Conservative MP and Foreign Office aide Tobias Ellwood floated partition in 2011, when he claimed that “a regionalized state under a powerful new prime minister would tackle the weak government. Tribal disputes and corruption could plunge Afghanistan into chaos when the International Security Assistance Force (Isaf) withdraws at the end of 2014. (ED: Has not happened.) Afghanistan could be carved into eight regional zones – with some of them potentially ruled by the Taliban.”
Tribes – Tajiks, Uzbeks, Turkmen and Hazaras – add up to 50-60 per cent of the Afghani population and the Pashtuns make up the rest. Because the already partly autonomous tribes are concentrated in a distinct geographical zone, and the Pashtuns and non-Pashtuns, historically, linguistically, and culturally share little in common, are the Pashtuns and non-Pashtuns prepared to cooperate with each other or will they prefer to have their own autonomous Republics? The Pashtuns want to push beyond the Durand line and unite with the Pashtuns in Pakistan. Can the other tribes be expected to support that endeavor? Musa Kahn Jalazai in the Pakistan journal, Daily Times prophesies Afghanistan’s future.
The Undeclared Partition of Afghanistan, Daily Times-Dec 14, 2015, Musa Khan Jalalzai
Interestingly, the country is being run by two presidents, two cabinets, two administrations, two bureaucracies, two budgets and two separate decision making entities. The appointments and transfers of governors and executive officers are being done on an ethnic basis. One president transfers or appoints an executive officer or governor, another rejects it and appoints his own men instead. The plan for the second Durand Line is in its final stage, while terrorists have started gathering in second Waziristan (Badakhshan) to push their operations inside Russia and China. President Ghani is also part of the plan of the second Durand Line to permanently divide the country on ethnic lines. Dr Abdullah is beating the drum behind him. Ambassador Robert Blackwill, in one of his speeches at the International Institute for Strategic Studies London disclosed that the US and its allies are thinking about a second Durand Line to divide Afghanistan into south and north.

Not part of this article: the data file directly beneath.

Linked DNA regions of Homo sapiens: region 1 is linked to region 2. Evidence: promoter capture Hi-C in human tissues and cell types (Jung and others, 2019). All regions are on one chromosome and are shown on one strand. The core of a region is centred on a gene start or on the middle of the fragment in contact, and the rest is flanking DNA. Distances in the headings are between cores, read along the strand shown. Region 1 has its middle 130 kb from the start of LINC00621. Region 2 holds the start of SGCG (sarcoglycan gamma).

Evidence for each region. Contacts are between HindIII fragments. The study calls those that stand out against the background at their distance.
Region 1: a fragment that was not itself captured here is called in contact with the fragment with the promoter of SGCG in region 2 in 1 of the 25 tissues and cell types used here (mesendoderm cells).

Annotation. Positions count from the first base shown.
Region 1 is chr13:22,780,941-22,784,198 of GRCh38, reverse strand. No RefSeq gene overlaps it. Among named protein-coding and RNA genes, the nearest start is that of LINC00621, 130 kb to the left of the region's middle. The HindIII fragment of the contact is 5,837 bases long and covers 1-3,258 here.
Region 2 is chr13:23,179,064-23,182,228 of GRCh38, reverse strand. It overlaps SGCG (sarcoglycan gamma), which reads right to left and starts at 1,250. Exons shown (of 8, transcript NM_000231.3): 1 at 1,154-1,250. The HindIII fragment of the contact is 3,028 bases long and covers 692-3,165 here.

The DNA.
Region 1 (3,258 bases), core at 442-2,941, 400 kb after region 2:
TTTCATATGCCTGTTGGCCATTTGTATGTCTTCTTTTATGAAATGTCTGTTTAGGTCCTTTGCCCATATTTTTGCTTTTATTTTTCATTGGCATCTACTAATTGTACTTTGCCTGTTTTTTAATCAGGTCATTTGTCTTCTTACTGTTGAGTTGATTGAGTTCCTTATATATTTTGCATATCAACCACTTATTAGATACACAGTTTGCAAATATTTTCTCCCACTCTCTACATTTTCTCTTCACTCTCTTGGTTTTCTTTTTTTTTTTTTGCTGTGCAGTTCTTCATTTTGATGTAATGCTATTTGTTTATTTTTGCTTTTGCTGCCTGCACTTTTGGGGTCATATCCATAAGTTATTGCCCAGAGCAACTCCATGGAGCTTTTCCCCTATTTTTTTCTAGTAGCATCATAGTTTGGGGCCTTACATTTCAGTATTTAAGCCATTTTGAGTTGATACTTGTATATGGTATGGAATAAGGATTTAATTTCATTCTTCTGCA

Saddam Hussein’s despotism, tyranny, freakish control and horrific actions might have enriched him and his family, but personal benefit was only incidental to the principal reason for his crass authoritarianism – to hold together an Iraqi nation of Sunnis, Shiites, Kurds, Turkmen and other ethnic groups.
Iraqis knew that displacement of Saddam Hussein meant the disintegration of their nation. Efforts are being made to prevent the obvious, but they seem to be in vain. The Kurds already have their own “quasi” state and the Basra Shiites have their oil wells and administration. The rest of Iraq is engaged in strife that seems indeterminable.
Partitioning Iraq into three regions – Shi’a, Sunni and Kurdish – has gained momentum and garnered support from politicians and academics. The U.S. government must have suspected that partition could happen and thus, indirectly, encouraged it to happen – and for an obvious reason – Iraq had the potential to be a powerful nation and the focus of Arab nationalism. To satisfy U.S., Israeli and Saudi Arabian interests Saddam Hussein had to be discarded and Iraq had to be destroyed.
Thirteen years after the U.S. invasion, Iraq is essentially a divided nation. It is unlikely the Shi’a, Sunnis and Kurds will recover from the trauma of dispossession and find a common ground that unites then in common pursuits. Equitably sharing the oil, recomposing neighborhoods of Baghdad, allowing a central authority to control Mosul and Kirkuk, and subduing the instituted hate that drove them all apart, are obstacles too difficult for the ethnicities to overcome.
From the New York Times, In Once-Tolerant Mosul, a Social Unraveling That Feels Permanent by Tim Aranganov, Nov. 10, 2016.
Until 2003, the Mosul community was living in peaceful coexistence, but after that, things changed,” said Jafar Khaleel, 46, who left Mosul in 2014 after the Islamic State onslaught. “The Sunnis don’t trust the Shiites. The Shabak cannot live with the Christian. This is what the American occupation left behind.
Sudan was a nation with great potential — an oil producer and abundant reserves of gold, silver, uranium copper, zinc, gypsum, manganese, iron, natural gas, chrome, mica, cobalt, tin, nickel, asbestos, lead, kaolin, granite and many more minerals, with seaports for worldwide distribution of resources. However, several civil wars, aided by western interests, raged in Sudan for decades and disturbed the nation’s progress. Finally, in July 2011, a rebellious South formally voted for independence and split Sudan into two countries. The Sudanese government complied with the democratic process, giving up much of the oil and allowing pipeline transport from the newly created South Sudan to Mediterranean ports.